Geological data are structured as first-order, discrete-state discrete-time Markov chains in two main ways. In one, observations are spaced equally in time or space to yield transition probability matrices with nonzero elements in the main diagonal; in the other, only state transitions are recorded, to yield matrices with diagonal elements exactly equal to zero. The mathematical differences in these two approaches are reviewed here, using stratigraphic data as an example. Simulations from chains with diagonal elements greater than zero always yield geometric distributions of lithologic unit thickness, and their use is recommended only if the input data have the same distribution. For thickness distributions lognormally or otherwise distributed, the embedded chain is preferable. The mathematical portions of this paper are well known, but are not readily available in publications normally used by geologists. One purpose of this paper is to provide an explicit treatment of the mathematical foundations on which applications of Markov processes in geology depend.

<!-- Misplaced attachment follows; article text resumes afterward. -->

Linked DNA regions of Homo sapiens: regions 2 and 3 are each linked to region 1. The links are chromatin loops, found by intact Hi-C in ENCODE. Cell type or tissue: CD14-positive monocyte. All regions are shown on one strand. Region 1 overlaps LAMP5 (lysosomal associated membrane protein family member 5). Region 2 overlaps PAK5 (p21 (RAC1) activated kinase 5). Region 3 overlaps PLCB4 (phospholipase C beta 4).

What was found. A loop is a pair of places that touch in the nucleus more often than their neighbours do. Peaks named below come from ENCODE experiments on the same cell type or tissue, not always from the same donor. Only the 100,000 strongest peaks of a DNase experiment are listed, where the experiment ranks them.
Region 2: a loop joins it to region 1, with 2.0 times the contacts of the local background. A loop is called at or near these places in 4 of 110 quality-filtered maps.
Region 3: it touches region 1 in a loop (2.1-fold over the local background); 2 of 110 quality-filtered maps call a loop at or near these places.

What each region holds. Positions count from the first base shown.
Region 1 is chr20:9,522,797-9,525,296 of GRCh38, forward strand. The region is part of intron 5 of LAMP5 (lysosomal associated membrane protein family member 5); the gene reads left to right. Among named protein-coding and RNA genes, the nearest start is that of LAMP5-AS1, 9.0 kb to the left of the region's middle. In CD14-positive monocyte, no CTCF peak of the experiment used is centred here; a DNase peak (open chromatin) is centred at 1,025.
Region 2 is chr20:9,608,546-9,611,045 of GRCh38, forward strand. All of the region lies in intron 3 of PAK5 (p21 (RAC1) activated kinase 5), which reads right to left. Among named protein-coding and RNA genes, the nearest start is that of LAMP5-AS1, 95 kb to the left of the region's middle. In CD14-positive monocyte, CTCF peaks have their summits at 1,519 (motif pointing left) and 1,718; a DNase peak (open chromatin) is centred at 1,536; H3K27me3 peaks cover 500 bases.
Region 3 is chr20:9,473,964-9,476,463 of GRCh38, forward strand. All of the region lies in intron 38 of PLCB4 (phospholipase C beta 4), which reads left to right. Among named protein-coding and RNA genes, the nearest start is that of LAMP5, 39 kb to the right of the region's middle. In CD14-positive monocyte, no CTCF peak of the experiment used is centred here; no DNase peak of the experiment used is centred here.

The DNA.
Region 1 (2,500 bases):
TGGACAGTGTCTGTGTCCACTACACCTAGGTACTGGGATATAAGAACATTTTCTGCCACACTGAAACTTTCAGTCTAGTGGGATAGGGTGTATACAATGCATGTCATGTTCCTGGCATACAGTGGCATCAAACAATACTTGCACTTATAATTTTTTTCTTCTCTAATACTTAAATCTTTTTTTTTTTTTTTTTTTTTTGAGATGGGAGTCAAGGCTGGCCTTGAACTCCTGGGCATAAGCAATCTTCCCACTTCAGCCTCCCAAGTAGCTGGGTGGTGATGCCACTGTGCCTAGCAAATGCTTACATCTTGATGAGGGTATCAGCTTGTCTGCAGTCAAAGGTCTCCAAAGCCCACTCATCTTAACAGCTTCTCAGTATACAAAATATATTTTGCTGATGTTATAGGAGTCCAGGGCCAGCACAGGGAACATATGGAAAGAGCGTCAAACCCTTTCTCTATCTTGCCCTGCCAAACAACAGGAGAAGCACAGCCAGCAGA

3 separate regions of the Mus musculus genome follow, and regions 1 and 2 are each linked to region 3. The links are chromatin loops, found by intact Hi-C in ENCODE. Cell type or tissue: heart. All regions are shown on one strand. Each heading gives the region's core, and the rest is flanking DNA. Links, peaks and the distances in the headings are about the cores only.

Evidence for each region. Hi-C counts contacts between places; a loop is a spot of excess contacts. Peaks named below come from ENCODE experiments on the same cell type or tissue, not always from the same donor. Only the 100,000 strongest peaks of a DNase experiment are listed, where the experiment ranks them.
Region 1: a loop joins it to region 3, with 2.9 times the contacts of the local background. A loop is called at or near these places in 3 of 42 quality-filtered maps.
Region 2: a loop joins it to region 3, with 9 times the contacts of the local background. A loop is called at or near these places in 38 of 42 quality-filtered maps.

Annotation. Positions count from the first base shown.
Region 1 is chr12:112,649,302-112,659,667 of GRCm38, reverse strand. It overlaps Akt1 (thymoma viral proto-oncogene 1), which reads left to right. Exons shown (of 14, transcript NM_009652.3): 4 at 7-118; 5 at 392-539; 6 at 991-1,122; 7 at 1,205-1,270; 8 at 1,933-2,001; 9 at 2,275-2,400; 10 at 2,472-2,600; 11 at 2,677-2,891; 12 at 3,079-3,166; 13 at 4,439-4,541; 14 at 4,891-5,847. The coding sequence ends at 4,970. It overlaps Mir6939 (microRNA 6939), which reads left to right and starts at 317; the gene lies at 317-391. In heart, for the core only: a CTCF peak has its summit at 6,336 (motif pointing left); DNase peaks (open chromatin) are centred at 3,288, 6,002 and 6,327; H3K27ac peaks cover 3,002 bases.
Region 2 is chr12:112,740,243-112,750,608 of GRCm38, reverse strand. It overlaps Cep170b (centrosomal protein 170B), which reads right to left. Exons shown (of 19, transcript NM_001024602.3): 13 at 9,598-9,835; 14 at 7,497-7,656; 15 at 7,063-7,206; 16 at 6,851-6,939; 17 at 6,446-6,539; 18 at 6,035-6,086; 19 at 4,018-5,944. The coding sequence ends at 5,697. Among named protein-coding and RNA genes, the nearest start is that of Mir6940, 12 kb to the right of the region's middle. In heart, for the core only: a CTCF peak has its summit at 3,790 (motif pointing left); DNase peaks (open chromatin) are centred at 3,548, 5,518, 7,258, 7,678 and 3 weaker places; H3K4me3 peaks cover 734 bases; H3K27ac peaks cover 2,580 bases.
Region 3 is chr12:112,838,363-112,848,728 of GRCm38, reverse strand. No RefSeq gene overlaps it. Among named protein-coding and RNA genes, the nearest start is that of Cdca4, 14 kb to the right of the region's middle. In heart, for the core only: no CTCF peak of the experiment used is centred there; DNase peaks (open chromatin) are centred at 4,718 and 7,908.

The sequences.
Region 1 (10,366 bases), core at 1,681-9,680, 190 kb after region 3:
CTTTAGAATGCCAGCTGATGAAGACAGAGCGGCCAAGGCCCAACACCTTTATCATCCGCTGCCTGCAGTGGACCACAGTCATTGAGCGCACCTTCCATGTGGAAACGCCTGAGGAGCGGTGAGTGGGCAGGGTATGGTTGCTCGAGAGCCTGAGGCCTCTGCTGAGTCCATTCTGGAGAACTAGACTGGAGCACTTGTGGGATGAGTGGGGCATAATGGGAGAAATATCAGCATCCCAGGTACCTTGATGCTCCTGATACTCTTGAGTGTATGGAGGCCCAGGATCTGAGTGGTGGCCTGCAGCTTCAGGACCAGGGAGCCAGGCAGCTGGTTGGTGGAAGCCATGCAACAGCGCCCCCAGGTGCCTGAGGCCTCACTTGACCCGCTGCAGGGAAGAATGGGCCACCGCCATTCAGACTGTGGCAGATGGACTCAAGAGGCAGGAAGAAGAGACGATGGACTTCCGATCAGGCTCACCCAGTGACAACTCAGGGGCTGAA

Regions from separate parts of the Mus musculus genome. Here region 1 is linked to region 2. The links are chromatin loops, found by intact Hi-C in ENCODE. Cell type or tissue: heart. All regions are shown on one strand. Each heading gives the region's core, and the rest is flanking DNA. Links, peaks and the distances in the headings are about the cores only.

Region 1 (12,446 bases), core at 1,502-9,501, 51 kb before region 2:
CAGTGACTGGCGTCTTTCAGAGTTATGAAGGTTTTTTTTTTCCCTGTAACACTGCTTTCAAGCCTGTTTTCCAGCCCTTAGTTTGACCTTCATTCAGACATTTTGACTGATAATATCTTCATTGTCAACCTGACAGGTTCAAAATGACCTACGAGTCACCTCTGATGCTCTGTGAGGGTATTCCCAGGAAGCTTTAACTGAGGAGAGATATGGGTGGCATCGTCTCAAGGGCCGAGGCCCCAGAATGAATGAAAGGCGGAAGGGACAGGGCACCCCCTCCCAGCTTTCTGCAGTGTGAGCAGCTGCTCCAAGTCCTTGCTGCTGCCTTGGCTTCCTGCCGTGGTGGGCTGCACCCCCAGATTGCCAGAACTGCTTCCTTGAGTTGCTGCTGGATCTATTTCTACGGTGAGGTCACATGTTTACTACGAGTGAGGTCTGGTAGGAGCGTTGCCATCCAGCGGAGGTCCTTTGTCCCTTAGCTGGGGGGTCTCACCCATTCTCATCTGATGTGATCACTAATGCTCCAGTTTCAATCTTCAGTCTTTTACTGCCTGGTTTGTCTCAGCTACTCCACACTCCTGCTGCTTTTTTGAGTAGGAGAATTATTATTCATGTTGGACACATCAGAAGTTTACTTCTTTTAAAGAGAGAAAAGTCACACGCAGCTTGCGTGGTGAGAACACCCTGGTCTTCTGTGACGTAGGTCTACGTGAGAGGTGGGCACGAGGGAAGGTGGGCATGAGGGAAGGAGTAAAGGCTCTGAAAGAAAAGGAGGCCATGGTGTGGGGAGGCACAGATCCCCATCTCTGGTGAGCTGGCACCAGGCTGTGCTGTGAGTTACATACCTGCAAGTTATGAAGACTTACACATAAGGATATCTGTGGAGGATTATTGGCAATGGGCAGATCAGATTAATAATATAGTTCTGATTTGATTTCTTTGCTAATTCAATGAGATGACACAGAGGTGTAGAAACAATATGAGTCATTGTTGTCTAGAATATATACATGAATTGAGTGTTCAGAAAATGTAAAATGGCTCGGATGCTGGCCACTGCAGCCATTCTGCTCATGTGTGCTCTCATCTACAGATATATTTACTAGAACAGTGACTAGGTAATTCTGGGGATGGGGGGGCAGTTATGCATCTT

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Krumbein, W.C., Dacey, M.F. Markov chains and embedded Markov chains in geology. Mathematical Geology 1, 79–96 (1969). https://doi.org/10.1007/BF02047072
- Markov Chain
- Markov Process
- Diagonal Element
- Nonzero Element
- Thickness Distribution